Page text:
Russian – Ukrainian conflict, COVID-19 resurgence stifling global economic growth – Emefiele

He said that resurgence of the COVID-19 pandemic in China was also threatening global economic growth.

 

Mr Godwin Emefiele,  Governor of the Central Bank of Nigeria (CBN) says the war between Russia and Ukraine poses a threat to the global economy.

Emefiele said this while presenting the communique issued at the end of CBN’s Monetary Policy Committee (MPC) meeting in Abuja on Tuesday.

He said that resurgence of the COVID-19 pandemic in China was also threatening global economic growth.

“The MPC on Monday and Tuesday met,  confronted with declining global growth and heightened uncertainties associated with adverse price developments across the world.

“These developments partly reflect the aftermath of the ongoing war in Ukraine, the backlash from the numerous sanctions imposed on Russia by major advanced economies.

“Also, the Chinese economy remained confronted with the lingering impact of the COVID-19 pandemic, total lockdown of major cities, significant distortions in the property market and modest inflationary pressures.

“Consequently, advanced economy and emerging market economy central banks alike, are switching to monetary tightening to curb the sharp rise in inflation globally,” he said.

He said that economic interventions by countries across the world to cushion the effects of COVID-19 had also  compounded the global economic challenges.

“The huge amount of stimulus deployed by various countries to ease the downsides of the COVID-19 pandemic, particularly in 2021, has predisposed the global economy to huge debt levels.

“Central banks in both the advanced and emerging market economies have thus commenced monetary policy tightening to curb rising prices.

“This could impact the recovery negatively and result in a rise in debt default as global financial conditions tighten,” he said.

He said that China had also re-introduced constraining measures to mitigate the spread of a new wave of the COVID-19 pandemic within its major industrial cities, resulting in a slowdown in production.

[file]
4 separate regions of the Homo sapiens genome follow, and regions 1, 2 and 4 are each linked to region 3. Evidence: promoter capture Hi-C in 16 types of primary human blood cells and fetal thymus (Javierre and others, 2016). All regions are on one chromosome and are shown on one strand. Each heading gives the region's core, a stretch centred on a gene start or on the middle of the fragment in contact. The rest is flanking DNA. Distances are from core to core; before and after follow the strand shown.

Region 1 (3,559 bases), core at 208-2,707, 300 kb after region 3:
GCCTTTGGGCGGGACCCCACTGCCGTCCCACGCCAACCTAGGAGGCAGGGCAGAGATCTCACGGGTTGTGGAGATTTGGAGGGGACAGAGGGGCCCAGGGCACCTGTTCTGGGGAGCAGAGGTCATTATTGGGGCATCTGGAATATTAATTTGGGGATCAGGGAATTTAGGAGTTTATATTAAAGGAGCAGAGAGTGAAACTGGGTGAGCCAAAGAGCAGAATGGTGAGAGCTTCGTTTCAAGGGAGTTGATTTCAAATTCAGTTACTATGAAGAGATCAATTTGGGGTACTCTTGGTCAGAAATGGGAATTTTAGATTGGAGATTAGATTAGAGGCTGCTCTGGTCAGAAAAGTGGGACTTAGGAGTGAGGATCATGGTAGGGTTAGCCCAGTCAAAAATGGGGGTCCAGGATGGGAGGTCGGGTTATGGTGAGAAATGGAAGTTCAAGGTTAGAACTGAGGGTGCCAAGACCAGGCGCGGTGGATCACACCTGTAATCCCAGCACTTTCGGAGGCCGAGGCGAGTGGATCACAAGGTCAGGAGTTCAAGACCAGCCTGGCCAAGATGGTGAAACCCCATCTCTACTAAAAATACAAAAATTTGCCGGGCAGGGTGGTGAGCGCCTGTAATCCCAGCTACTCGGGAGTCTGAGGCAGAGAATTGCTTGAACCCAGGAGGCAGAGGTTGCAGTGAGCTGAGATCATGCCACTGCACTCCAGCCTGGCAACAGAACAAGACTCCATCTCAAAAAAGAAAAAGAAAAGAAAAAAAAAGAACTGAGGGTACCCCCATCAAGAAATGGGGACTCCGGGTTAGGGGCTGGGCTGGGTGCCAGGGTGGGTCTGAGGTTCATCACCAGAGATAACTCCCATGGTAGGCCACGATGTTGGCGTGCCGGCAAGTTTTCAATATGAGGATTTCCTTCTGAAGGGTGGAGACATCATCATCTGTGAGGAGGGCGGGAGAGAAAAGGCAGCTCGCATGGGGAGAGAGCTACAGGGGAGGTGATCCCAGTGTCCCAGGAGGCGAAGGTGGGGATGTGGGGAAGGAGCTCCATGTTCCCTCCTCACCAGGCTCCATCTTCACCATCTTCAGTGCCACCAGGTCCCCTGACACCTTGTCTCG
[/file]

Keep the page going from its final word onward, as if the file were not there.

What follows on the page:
“In light of these headwinds, the International Monetary Fund (IMF) downgraded its forecast for global output growth for 2022 and 2023 to 3.6 per cent apiece.

“Inflation continued to rise unabated across several advanced economies and is projected to remain high, at least in the medium term.

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“Food and energy prices pushed higher to levels not previously recorded in four decades.

“This is due to tightening supply amidst closure of major trade routes that supply inputs for food and fertilizer, as well as the high price of energy,” he said.

“Emefiele added that in the Emerging Market and Developing Economies (EMDEs), inflation also remained high due to a combination of persisting high food and energy prices.

“Supply chain disruptions associated with the impact of sanctions against Russia; exchange rate pressure; capital flow reversals; as well as underlying legacy constraints also contributed to the high inflation,” he said.

The CBN  governor,  however,  said that the  Nigerian economy was projected to sustain its growth pattern in spite the global outlook of uncertainty, due to interventions by relevant agencies of government.

“Even as global output growth recovery moderates, the domestic economy is expected to remain on the current path of recovery through 2022.

“This is hinged on the continued impact of stimulus by both the monetary and fiscal authorities to support the economy following the outbreak of COVID-19 pandemic, ” he said.

 

(NAN)

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